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It's Just a Date

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I met with a divorced friend the other day. She was seeking my advice on navigating the online dating world. She had created her profile and interacted with a few men, but not was not having the success she imagined. I asked her what her approach had been so far. She described her bio and listed her requirements that included strict height and age limits. She added other factors that would qualify the men as good husband and father material.

Basically, she had created her perfect match and was then interviewing men to see if they fit her mental profile. And they all fell short. Literally, in some cases. My first advice to her was to change her attitude around dating.

A first date is an interview for a second date, not an interview for a marriage.

Dating is a process. And that process begins with that first date. And the more of those you have, the more likely you are to find success. And, if you keep an open mind, success may look different than your original script.

Be curious, not critical.

I suggest approaching dating with an open and inquisitive mind. Say "yes" more than you say "no." Get to know people before you pull out the judgments. Rather than classify dates as good or bad, look for something you can learn from every encounter. Have fun. People are more attracted to smiles than frowns. If you treat dating like a job, you'll be treated like a coworker, not a potential romantic partner.

Every encounter is a lesson.

Dating really isn't all that serious. Even if you're looking for a life mate and a parent for your children, those first encounters do not have to bear the weight of that responsibility. By all means, be aware of factors and traits that speak for or against long-term success but don't pull the plug before you've even turned on the light.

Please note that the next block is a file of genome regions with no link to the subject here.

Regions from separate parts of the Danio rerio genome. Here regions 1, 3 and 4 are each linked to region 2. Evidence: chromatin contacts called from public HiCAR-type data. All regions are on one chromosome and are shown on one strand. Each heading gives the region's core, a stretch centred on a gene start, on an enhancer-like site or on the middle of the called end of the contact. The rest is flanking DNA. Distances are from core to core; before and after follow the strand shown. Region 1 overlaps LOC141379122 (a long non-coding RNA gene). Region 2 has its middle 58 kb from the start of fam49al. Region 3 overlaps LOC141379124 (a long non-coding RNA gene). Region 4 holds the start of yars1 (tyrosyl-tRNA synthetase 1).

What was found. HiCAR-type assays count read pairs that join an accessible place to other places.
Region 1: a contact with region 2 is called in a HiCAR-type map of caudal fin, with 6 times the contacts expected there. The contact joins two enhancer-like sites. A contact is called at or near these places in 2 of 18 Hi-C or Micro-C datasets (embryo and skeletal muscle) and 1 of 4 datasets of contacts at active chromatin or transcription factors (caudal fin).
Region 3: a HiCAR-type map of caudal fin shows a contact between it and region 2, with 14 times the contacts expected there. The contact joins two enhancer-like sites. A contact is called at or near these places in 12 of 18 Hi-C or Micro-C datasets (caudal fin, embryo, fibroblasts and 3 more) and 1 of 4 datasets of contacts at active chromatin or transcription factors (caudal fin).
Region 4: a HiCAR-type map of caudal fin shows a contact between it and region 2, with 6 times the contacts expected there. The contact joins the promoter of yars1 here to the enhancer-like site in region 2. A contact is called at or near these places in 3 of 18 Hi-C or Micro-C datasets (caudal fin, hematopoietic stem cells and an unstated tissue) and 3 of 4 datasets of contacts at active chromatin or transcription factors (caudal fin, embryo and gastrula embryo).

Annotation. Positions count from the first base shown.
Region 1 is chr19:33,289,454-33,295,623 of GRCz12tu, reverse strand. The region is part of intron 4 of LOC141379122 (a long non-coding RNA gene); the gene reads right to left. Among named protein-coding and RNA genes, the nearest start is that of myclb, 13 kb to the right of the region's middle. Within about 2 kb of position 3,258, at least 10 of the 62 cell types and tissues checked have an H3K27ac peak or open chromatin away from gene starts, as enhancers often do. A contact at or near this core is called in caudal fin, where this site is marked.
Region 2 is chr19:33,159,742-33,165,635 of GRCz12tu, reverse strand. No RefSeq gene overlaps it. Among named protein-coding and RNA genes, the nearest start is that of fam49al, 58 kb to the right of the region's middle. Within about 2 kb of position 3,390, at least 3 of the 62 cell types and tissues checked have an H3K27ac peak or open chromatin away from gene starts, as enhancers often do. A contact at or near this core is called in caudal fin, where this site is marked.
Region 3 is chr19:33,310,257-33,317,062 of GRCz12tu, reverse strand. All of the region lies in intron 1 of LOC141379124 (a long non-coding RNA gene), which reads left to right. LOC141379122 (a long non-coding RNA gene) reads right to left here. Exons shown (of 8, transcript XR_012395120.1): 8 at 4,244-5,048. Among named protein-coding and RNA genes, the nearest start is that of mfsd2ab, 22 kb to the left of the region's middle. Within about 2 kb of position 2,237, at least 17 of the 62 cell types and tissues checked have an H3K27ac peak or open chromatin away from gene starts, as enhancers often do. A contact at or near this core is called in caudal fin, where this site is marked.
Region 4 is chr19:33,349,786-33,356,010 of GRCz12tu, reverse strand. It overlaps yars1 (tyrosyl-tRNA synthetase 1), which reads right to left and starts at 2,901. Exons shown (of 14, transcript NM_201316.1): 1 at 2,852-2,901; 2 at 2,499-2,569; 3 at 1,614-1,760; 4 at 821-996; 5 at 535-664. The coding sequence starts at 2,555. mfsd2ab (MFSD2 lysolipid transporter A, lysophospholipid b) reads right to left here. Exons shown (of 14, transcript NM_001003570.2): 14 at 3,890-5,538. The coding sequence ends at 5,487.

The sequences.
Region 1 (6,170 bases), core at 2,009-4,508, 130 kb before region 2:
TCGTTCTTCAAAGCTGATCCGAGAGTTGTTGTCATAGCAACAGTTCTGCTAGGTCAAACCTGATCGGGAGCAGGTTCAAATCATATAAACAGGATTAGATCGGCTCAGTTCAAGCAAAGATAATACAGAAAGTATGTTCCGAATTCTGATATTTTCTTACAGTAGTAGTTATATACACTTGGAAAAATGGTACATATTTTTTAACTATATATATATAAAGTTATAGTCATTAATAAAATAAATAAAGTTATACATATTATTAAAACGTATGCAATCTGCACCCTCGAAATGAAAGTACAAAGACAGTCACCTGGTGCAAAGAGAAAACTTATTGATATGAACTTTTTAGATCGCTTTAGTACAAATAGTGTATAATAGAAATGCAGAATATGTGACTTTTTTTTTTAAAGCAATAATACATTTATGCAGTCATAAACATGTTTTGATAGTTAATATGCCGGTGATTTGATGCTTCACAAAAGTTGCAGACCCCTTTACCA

Begin with the end in mind but still start at the beginning.

And the beginning is a time of questioning. Exploring. Be curious, about your date and yourself. Remove the expectations for a bit and see what happens. You just might discover that the partner you need isn't the one you cast in mind from the outset. Or that the person with the not-so-great photo can bring out feelings that you thought were long gone. Or that a great parent is hiding behind a youthful exterior.

Relationships are formed, not found.

If you desire commitment and your date speaks only of casual flings, then by all means, let the person go. If faith is a core value for you and your partner for the evening is an avowed atheist, then there is most likely no future. If there is no attraction and an embrace feels as exciting as hugging your mother, keep looking. Even if there is no long-term forecast, you can still enjoy (and learn from) the moment.

A date is not a relationship.

Only a few of your first dates will likely progress to second encounters. That's okay; it does not mean you failed. I do not believe we have a single soul mate, but nor do I believe that we are compatible with just anyone matching basic criteria. So get out there. Have fun. Meet people with an open mind yet with an eye trained on what you desire in the future.

Dating is like Netflix. If you approach with too much criteria, you'll end up with the same selection every time. Be open to something new.

Here is my step-by-step guide to stress free online dating.

1) Craft a profile that is fun rather than perfect. Let your personality and quirks shine through. Be judicious with the qualities that you're looking for in a partner, only listing those that are truly deal breakers (for example, does not want children). People respond to authenticity and vulnerability. Yes, that means you may be hurt. But it also means that you can be loved as you really are.

2) Make coffee dates with anyone that piques your interest before you spend too much time communicating online. I suggest coffee because it is time limited, budget friendly and public and it avoids the introduction of alcohol, which can cloud your judgment. By avoiding too much online communication, it makes it easier to move on if there is no connection in person. During the first encounter, ask questions with no expectations of the answers. Remember, this is an interview for a second date only.

3) Have the following questions in mind throughout the date: Do I like the person? Is there an attraction? Would I like to know more? Are there any glaring red flags or areas of mismatch? If applicable, does he or she seem like possible spouse or relationship material? If the answers to these questions are favorable, pursue a second date and ask yourself the same questions to decide if you should go for a third. If the answers are disadvantageous, schedule another first encounter.

4) Throughout, don't take rejection personally. When someone disappears after a brief encounter, it says more about him or her than you. Dating is a numbers game. And you will not always hold a winning hand. But you can always play again.

Read about my adventures through online dating on my blog, Lessons from the End of a Marriage.